As we adjusted to home life with a tiny, medically-fragile baby, Amanda and I made some big decisions. I was going to put grad school applications on hold indefinitely, and stay home with Kala. It would be easier for us if we knew Kala had every advantage we could give her, advantages only a full-time, stay-at-home parent could provide. My whole life became this beautiful little girl who never slept. She craved constant movement and pulled away if you touched her skin too lightly. She was sensitive to touch, the same way I am. She would cry to be held, and cry because she was being held.
I would pace back and forth with her for hours to try and soothe her. Doctors thought she was blind because she never made eye contact. I knew she didn’t look at us because she was autistic. When Kala was 12 months old, they tested her for autism. Due to her severe cognitive delays and cerebral palsy, the doctors felt they needed more time to assess her. I didn’t need them to tell me what I knew. Kala, like me, is autistic. She attended eight therapies per week, including PT, OT, speech, music therapy, and recreation therapy. She would scream at the top of her lungs and throw up at every single appointment.
I had to wear ear defenders to function enough to give her the care she needed, while barely caring for my own ADLs. I was gaining weight again because I was coping with food. It didn’t work and I was having more and more meltdowns. By the time Kala was 3, she was diagnosed with autism. I knew more than anything I needed to be able to show her autism could be a gift, if you learned to love yourself right. I needed to find a way to care for me amidst all of her needs.
I needed to start running again. I knew running was the answer to how I was feeling. It had been 3 years since my last run, but I remembered what it felt like to come home renewed. I downloaded a coach to 5K app on my phone, gathered Kala’s equipment, and transferred her into her wheelchair. Our adventure had begun. I knew the benefit this would have for me, what I wasn’t expecting was the impact it would have on Kala’s cognition. She started engaging in activities she screamed through for years. Her therapists started asking me to walk with her before her sessions. Running together was changing the world for both of us.
It was official, I was obsessed. I was drawn to the ultra world because they called it endurance racing. One thing I knew for sure about myself is I had the ability to endure. I would be attempting the Hennepin Hundred 50K (31 miles). Temple Grandin said getting autistic children involved with groups targeting their special interests (spin) would help them thrive. Group activities that include socializing have always been a struggle for me. Give-and-take conversational dynamics are difficult when your brain wants to stay on limited topics. I took this advice to heart.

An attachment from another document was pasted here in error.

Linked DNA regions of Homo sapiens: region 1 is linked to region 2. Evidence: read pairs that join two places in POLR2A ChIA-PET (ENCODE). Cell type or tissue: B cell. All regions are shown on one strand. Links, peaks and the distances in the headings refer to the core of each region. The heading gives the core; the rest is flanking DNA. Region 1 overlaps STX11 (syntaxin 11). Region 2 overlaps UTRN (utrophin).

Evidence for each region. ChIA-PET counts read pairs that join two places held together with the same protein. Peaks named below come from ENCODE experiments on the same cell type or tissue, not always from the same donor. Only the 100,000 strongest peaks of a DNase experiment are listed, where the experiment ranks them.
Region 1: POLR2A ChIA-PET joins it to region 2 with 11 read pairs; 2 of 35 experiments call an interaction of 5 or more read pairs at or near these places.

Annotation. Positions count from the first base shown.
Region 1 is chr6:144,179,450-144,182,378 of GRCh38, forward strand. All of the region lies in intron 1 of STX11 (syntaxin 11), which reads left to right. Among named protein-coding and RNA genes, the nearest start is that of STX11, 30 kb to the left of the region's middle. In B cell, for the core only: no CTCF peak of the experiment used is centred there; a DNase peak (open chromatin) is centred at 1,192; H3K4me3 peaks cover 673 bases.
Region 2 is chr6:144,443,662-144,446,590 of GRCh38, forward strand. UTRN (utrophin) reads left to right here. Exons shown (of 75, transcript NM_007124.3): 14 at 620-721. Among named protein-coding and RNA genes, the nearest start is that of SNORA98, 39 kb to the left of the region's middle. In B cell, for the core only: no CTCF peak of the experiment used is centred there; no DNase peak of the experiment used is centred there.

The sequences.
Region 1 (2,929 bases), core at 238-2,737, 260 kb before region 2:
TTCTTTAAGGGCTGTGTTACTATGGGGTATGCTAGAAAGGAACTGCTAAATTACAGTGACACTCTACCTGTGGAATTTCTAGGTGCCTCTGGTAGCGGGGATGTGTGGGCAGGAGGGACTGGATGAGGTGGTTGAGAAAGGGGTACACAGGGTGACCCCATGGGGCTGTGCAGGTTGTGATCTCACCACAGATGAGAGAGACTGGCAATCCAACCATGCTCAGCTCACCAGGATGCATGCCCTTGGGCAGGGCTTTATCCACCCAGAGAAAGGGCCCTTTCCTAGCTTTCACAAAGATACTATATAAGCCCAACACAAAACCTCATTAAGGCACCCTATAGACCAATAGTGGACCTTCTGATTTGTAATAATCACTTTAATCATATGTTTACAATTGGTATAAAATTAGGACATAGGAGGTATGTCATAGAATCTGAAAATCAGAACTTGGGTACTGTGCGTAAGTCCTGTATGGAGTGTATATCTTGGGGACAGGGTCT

After completing two 5K races on my own, I signed up for a winter training group. As the days got closer, my anxiety rose. I kept reminding myself true change happens at the edge of your comfort zone. I wanted to show Kala that Daddy could do it. At the first group meeting, there were so many people I began to sweat. I was gripping my sonic screwdriver (a fidget I carry everywhere) and rocking just enough to stay present. I sat at an empty table in a room full of people. Even with ear defenders, the noise was heavy.
After the meeting, I waited in line for my training book. When it was time to say my name, my mouth was dry and my throat was tight. With barely a whisper, ‘Ryan Steiner’ came out. She didn’t hear me over the noise but I saw my name on the paper and pointed. As she handed me my shirt and training book, I yelled, ‘THANK YOU!’ I often have volume control issues when anxious. I grabbed the stuff and took off running for my car. On the way out, someone spoke to me, she asked about running and it exhilarated me! I got in the car and started flapping, vocalizing, and screaming, ‘BEST DAY EVER!’ I couldn’t wait for Saturday to attend our first group run with Kala’s new enclosed jogging stroller.
In March of 2020, when the world shut down, Kala and I went into isolation due to her medical problems. We even had to isolate from Amanda for a short time. The enclosed jogging stroller became one of our most used ‘medical’ devices. Kala and I were living in the basement with no reprise but running. Amanda was still out seeing clients, so Kala was only able to see her through the plastic of her enclosed running space. After each run, we would visit with Mommy, so Kala started bringing me my running shoes to communicate she was ready. I kept up the hope my upcoming ultramarathon wouldn’t be canceled and the world would be back to normal by October.
When the race was officially called off, I went to Facebook to share my disappointment and my accomplishments. To me, the weight loss is just a side effect of what I do to keep my head and body feeling like the ‘me’ I love. I wanted to share it, though, because I understand the magnitude. I made a post, picturing the extra skin from my 425-pound weight loss. The post got so much attention I was invited to go on The Dirt Trail Running podcast.
Running with Kala is one of our most important daily tasks. It has truly saved my life. Someone told me along the way Kala and I have a symbiotic relationship and it just stuck with me. I would do anything for her and as it turned out, she was changing my life, too. To date, Kala and I have run over 700 miles together and we have no plans to ever stop. We have completed several challenges together, including The 12 Days of Yeti trail-running challenge. Currently, we are running the Freeze My *ss Off 400-mile winter challenge.
While my in-person 50K race was canceled, I was able to complete the virtual version of the race solo. It has become my goal to encourage as many people to run as I can. You don’t have to be fast, it’s just about being out there. I want to show people the power of running and its impact on autism. To reach this goal, I applied to become an Ambassador for Ornery Mule Racing and recently found out my dream is coming true. I found a tribe of people where I belong, whose goal is to share the love of trail running with everyone. Their slogan reads, ‘Kindness, community, ordinary people doing extraordinary things.’ So here Kala and I go, heading out into the world, just two ordinary people on an extraordinary adventure.”
This story was submitted to Love What Matters by Ryan Steiner of Peru, Indiana. You can follow their journey on Instagram. Submit your own story here, and be sure to subscribe to our free email newsletter for our best stories, and YouTube for our best videos.